Did you know that you are responsible for the sewer line from your house to the street? What happens when a tree root infiltrates your sewer line? Most home owners in the Des Moines area know they can purchase water line insurance coverage from the street to their house but the sewer line is not included in that coverage.
Depending your home’s age, your sewer line could be made of one of the following:
Clay – From 1900 to about 1920, clay was often used in home sewer line construction. Generally very porous, clay has a tendency to soften and crack, which leads to problems with tree roots growing inside the pipes and clogging them.
Concrete – In the 1920s and 1930s, concrete was often used. Very prone to cracking and breaking, this material also resulted in problems with tree roots and leakages.
Cast Iron – Cast iron has been used almost since the beginning, but was very popular in the 1950s and 1960s. While extremely strong, it has a tendency to rust and corrode over time.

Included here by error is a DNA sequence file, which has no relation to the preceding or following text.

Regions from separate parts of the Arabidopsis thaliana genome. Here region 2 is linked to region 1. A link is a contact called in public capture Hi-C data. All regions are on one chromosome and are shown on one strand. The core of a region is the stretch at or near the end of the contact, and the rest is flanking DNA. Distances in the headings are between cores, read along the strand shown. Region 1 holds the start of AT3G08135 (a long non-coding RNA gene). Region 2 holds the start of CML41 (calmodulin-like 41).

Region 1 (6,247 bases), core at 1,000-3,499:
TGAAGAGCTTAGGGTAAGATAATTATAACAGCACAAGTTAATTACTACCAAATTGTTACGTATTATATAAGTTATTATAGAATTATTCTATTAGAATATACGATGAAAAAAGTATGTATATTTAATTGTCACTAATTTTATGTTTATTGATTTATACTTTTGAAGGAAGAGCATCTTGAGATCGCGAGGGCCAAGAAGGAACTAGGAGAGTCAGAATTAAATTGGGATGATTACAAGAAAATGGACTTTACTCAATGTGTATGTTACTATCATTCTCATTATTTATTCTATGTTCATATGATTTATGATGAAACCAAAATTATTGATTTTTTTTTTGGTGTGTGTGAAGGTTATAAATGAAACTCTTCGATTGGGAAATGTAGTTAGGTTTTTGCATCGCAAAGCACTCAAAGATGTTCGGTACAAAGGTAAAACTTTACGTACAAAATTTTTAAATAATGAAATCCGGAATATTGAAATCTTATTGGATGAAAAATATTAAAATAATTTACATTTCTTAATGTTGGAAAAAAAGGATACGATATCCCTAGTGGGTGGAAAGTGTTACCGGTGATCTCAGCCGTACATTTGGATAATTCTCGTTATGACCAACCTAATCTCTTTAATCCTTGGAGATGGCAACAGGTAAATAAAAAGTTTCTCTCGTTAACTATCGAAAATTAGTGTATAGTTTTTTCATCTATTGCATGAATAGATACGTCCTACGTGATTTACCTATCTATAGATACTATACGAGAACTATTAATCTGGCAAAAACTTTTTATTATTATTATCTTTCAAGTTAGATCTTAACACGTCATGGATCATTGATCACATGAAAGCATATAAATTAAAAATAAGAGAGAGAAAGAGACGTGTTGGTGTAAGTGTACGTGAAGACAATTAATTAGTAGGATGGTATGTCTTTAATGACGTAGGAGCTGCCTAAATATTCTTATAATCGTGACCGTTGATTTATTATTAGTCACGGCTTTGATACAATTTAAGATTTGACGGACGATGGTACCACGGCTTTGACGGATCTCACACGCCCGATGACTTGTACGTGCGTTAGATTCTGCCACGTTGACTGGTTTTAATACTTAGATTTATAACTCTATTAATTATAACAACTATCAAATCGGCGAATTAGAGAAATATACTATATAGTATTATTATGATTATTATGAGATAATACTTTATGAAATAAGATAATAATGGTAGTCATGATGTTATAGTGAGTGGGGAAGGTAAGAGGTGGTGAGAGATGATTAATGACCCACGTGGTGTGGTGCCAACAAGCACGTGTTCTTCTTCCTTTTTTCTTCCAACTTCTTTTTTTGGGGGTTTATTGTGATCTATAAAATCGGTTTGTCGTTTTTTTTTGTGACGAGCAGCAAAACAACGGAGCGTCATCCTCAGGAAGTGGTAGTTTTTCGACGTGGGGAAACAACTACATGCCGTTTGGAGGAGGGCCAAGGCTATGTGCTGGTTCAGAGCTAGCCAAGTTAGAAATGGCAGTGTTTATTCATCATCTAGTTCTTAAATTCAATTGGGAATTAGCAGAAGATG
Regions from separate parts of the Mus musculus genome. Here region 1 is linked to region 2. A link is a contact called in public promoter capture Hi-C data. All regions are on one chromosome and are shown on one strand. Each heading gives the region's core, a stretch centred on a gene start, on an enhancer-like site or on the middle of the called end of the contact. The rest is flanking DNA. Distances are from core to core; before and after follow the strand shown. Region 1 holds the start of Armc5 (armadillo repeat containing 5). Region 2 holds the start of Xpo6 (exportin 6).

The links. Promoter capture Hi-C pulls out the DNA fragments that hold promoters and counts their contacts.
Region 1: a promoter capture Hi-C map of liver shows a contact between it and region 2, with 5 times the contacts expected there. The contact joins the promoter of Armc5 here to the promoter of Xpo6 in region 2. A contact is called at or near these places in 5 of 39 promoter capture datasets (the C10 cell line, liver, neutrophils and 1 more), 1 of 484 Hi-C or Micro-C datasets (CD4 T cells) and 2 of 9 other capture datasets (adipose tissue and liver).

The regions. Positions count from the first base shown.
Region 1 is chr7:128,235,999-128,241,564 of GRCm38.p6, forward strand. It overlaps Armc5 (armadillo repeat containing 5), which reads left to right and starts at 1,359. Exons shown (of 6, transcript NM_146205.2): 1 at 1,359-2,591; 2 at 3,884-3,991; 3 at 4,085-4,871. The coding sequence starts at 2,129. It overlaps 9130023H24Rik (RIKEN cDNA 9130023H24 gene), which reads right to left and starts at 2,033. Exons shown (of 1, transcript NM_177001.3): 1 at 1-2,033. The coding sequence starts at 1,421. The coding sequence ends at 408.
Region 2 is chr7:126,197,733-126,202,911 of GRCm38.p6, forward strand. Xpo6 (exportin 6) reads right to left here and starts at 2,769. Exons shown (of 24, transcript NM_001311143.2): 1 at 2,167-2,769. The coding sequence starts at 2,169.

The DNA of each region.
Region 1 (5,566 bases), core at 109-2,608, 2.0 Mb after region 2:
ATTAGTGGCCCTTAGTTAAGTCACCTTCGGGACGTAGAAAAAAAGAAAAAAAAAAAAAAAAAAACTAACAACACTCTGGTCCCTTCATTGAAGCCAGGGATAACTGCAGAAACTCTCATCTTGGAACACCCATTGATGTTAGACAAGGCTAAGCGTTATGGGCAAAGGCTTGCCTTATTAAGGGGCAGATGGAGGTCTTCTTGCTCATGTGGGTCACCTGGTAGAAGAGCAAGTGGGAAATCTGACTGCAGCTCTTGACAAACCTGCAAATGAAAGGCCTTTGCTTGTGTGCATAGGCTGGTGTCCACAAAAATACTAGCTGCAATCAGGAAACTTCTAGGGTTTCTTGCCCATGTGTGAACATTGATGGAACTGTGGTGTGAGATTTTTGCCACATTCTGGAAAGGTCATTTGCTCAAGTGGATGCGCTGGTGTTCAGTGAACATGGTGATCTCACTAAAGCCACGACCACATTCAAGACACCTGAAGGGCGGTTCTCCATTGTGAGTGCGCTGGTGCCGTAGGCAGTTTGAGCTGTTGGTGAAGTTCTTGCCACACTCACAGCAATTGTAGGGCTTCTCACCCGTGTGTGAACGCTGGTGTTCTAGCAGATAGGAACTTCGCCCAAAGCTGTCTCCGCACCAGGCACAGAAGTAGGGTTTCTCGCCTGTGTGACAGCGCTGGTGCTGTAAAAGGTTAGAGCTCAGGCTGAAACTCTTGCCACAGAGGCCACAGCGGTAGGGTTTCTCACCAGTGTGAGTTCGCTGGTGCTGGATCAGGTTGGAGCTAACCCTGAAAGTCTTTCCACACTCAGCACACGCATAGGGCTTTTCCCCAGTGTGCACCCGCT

Orangeburg – A very popular sewer line material from the 1950s to the 1970s, Orangeburg was made of layers of compressed layers of coal tar and wood. The trades virtually abandoned Orangeburg when it was deemed too soft and apt to deteriorate underground.
PVC – Polyvinyl chloride, or PVC, is the most commonly used material in modern sewer pipes because it’s durable, relatively inexpensive, resistant to chemicals and easy to joint. It is a plastic derivative that comes in either white or grey.
ABS – Acrylonitrile butadiene styrene, or ABS, is also a plastic derivative, most often seen as a black pipe. It, too, is extremely durable and heat resistant, although it can be affected by ultraviolet rays. While similar in dimension, ABS and PVC should not be used together in sewer lines because of their different expansion rates.
Most municipalities now have codes that dictate the type of material that should be used for your sewer line, usually PVC, ABS or sometimes cast iron. It is important to check with your local building department or sewer septic contractor before doing any sewer line installation or repair.
If you own a home or are buying a home built prior to 1970, you may be wise to purchase Sewer/Septic Line coverage. One company in our area that provides this type of insurance is HomeServe.
Click To Download contact and coverage information from HomeServe. Currently annual coverage only costs $120/year.